> http://www.python.org/doc/2.3.2/tut/node7.html#SECTION007140000000000000000
    > I think it is, but I don't like how its written. I want it to be written
    > you know by method, constuctors, like in the Java API. Anyone know what I'm
    > talking about? Its so quick to skim through the API to see which method you
    > are looking for. Not the case here.


    Again, you can find it in the library reference:
    http://python.org/doc/current/lib/typesmapping.html

    Although it isn't clear until you've read that that dictionaries are a
    "mapping type", if you look in the index you'll find that both "dictionary
    object" and "dictionary type, operations on" point you to that section.

    I think you probably want to familiarise yourself with all of section 2 of
    the Library Reference.

    -Andrew.
     
    Andrew Bennetts, Oct 26, 2003
    #10
  11. In article <>,
    Andrew Bennetts <> wrote:

    > On Sat, Oct 25, 2003 at 10:36:03PM -0400, Kill Bill wrote:
    > > type(i) == "<type 'float'>"
    > > this always returns false. How come?
    > > type(i)returns <type 'float'> if i is a float so why isn't == working?

    >
    > Because "<type 'float'>" is a string :)
    >
    > You want
    > import types
    > type(i) == types.FloatType
    >
    > or
    > type(i) == type(1.0)
    >
    > or in 2.2 and later you can simply do
    > type(i) == float


    But it's almost always preferable to do
    isinstance(i,float)
    because that allows subclasses of float to be used. If you really have
    to test whether i is an unsubclassed float,
    type(i) is float
    would be a better choice than
    type(i)==float
    as it more accurately expresses the intent that only the precise float
    type will be allowed.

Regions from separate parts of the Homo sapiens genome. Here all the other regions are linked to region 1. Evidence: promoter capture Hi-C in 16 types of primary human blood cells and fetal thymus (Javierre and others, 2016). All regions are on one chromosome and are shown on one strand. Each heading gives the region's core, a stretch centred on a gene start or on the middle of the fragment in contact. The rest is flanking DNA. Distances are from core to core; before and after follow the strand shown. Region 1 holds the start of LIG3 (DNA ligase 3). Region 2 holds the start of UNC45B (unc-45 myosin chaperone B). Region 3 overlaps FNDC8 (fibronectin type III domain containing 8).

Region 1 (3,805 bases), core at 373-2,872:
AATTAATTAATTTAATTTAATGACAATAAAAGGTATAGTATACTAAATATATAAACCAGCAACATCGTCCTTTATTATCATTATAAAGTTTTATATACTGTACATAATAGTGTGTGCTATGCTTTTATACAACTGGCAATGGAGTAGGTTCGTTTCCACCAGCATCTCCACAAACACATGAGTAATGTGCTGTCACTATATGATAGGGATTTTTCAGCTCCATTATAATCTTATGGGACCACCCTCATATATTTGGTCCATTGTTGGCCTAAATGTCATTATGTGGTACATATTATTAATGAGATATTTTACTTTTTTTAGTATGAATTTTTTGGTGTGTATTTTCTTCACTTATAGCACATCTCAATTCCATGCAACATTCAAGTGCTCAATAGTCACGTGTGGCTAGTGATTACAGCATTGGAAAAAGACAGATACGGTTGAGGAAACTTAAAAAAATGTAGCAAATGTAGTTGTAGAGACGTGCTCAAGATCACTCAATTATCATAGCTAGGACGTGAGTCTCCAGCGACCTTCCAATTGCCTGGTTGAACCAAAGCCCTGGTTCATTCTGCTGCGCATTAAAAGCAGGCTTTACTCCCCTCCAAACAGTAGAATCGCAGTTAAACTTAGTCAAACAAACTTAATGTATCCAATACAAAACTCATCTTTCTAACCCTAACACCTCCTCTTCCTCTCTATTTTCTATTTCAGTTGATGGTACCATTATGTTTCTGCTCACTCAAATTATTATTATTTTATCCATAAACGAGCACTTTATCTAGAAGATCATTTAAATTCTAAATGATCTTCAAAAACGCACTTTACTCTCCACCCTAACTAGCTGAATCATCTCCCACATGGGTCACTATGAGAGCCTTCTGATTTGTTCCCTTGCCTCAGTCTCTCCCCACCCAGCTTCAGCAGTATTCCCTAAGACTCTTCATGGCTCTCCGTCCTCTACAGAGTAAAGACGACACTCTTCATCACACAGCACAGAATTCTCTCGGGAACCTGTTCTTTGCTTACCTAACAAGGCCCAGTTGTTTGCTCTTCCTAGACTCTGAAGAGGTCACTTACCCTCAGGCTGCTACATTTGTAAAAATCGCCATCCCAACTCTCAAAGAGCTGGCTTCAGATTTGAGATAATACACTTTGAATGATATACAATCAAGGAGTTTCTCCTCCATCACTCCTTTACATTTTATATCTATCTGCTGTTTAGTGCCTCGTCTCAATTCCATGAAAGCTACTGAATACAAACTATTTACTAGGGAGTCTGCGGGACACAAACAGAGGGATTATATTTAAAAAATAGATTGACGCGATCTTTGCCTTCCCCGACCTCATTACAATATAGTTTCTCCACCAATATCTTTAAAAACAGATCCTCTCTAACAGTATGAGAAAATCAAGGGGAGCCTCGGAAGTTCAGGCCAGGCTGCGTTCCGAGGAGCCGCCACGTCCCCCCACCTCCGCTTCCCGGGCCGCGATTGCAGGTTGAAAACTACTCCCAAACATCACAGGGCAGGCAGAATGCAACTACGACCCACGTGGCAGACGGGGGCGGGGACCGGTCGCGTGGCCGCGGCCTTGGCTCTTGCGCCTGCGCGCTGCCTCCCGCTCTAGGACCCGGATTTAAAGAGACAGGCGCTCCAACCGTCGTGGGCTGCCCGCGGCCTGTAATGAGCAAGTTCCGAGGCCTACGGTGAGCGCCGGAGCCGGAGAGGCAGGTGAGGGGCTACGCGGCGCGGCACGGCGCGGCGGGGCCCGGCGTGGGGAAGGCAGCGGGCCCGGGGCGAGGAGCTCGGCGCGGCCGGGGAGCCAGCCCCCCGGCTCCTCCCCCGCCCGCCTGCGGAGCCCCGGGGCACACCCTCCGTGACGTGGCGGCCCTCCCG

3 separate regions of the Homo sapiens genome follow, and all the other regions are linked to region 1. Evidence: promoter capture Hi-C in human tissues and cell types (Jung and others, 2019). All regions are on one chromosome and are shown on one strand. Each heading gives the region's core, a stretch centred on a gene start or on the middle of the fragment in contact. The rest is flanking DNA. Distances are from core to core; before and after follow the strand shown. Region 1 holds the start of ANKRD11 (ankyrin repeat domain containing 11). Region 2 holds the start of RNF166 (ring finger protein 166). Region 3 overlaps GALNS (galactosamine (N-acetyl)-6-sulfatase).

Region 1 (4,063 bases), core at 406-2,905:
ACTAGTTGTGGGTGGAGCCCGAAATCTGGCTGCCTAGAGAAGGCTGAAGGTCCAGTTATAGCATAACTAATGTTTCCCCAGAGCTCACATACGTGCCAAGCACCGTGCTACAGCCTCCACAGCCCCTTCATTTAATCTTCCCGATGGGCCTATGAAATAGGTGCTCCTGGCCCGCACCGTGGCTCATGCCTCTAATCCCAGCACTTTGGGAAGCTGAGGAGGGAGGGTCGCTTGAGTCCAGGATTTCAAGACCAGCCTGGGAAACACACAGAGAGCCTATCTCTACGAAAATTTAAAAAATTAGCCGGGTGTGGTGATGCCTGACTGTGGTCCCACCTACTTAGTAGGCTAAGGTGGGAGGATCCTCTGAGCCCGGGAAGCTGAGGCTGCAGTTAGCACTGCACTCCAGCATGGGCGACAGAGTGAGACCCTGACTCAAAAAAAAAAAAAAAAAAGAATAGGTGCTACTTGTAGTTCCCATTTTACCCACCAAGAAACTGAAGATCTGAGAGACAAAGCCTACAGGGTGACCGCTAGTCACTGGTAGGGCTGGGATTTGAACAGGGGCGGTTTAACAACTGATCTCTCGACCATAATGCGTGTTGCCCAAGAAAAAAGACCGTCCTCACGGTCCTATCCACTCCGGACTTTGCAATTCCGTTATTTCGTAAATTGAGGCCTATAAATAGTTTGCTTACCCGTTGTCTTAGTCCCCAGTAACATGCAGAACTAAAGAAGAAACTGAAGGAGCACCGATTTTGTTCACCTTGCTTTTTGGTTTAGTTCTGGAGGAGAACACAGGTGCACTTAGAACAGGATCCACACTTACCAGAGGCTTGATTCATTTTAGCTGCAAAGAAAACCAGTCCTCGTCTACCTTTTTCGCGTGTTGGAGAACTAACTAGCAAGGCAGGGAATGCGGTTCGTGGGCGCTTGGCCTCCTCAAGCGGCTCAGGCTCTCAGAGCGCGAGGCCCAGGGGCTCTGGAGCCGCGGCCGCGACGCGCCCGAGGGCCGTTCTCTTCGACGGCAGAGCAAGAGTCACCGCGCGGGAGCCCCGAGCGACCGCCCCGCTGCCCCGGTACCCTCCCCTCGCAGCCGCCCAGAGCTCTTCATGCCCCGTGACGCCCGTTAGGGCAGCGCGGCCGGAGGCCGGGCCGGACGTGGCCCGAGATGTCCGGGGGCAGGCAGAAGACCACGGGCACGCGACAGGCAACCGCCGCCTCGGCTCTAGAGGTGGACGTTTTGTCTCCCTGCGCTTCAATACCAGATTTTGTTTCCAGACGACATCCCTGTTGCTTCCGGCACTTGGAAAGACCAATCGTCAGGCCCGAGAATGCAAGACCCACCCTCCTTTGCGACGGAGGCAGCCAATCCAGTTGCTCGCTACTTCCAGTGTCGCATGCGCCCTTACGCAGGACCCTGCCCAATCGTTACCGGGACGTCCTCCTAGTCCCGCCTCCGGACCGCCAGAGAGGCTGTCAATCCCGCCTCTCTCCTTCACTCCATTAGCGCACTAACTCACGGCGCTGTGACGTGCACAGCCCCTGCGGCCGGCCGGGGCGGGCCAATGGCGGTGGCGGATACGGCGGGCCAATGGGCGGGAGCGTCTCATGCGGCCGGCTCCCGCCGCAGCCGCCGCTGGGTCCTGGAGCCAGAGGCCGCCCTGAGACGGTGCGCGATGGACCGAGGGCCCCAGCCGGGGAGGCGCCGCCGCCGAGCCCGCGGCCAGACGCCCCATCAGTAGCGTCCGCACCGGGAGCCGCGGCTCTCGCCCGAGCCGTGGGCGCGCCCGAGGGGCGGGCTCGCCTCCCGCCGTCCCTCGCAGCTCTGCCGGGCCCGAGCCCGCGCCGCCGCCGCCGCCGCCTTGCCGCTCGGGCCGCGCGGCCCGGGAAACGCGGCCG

--
    David Eppstein http://www.ics.uci.edu/~eppstein/
    Univ. of California, Irvine, School of Information & Computer Science
     
    David Eppstein, Oct 26, 2003
    #11
  12. In article <bnfjf4$10gat3$-berlin.de>,
    "Kill Bill" <> wrote:

    > Where can I find all the methods for Dictionaries? They list some here, but
    > is that all of them?
    > http://www.python.org/doc/2.3.2/tut/node7.html#SECTION007140000000000000000
    > I think it is, but I don't like how its written. I want it to be written
    > you know by method, constuctors, like in the Java API. Anyone know what I'm
    > talking about? Its so quick to skim through the API to see which method you
    > are looking for. Not the case here.


    Try typing help(dict) to the Python interpreter.

    --
    David Eppstein http://www.ics.uci.edu/~eppstein/
    Univ. of California, Irvine, School of Information & Computer Science
     
    David Eppstein, Oct 26, 2003
    #12
  13. Kill Bill

    Peter Hansen Guest

    Emile van Sebille wrote:
    >
    > "Kill Bill" <> wrote in message
    > news:bnfbuj$10f3di$-berlin.de...
    > > type(i) == "<type 'float'>"

    >
    > This compares the current type of i to type("string"), which is <type
    > 'str'>.


    (Minor correction) Actually it compares it to the actual string
    containing the letters "<type 'float'>", which is of course going
    to get one nowhere.

    The above would have worked if the OP had used

    repr(type(i)) == "<type 'float'>"

    but that is the absolute worst way of doing this...

    -Peter
     
    Peter Hansen, Oct 26, 2003
    #13
  14. Kill Bill

    John J. Lee Guest

    "Kill Bill" <> writes:
    > "KefX" <> wrote in message
    > news:...

    [...]
    > > Use isinstance(), like this:

    [...]
    > Can you tell me where you found that method in the docs? I'm having trouble

    [...]

    Rule of thumb: If you can't find it, it's in section 2 of the library docs.


    John
     
    John J. Lee, Oct 26, 2003
    #14
  15. In article <>,
    David Eppstein <> wrote:
    >In article <bnfjf4$10gat3$-berlin.de>,
    > "Kill Bill" <> wrote:
    >
    >> Where can I find all the methods for Dictionaries? They list some here, but
    >> is that all of them?
    >> http://www.python.org/doc/2.3.2/tut/node7.html#SECTION007140000000000000000
    >> I think it is, but I don't like how its written. I want it to be written
    >> you know by method, constuctors, like in the Java API. Anyone know what I'm
    >> talking about? Its so quick to skim through the API to see which method you
    >> are looking for. Not the case here.

    >
    >Try typing help(dict) to the Python interpreter.

    .
    .
    .
    Also
    dir(dict)
    --

    Cameron Laird <>
    Business: http://www.Phaseit.net
     
    Cameron Laird, Oct 26, 2003
    #15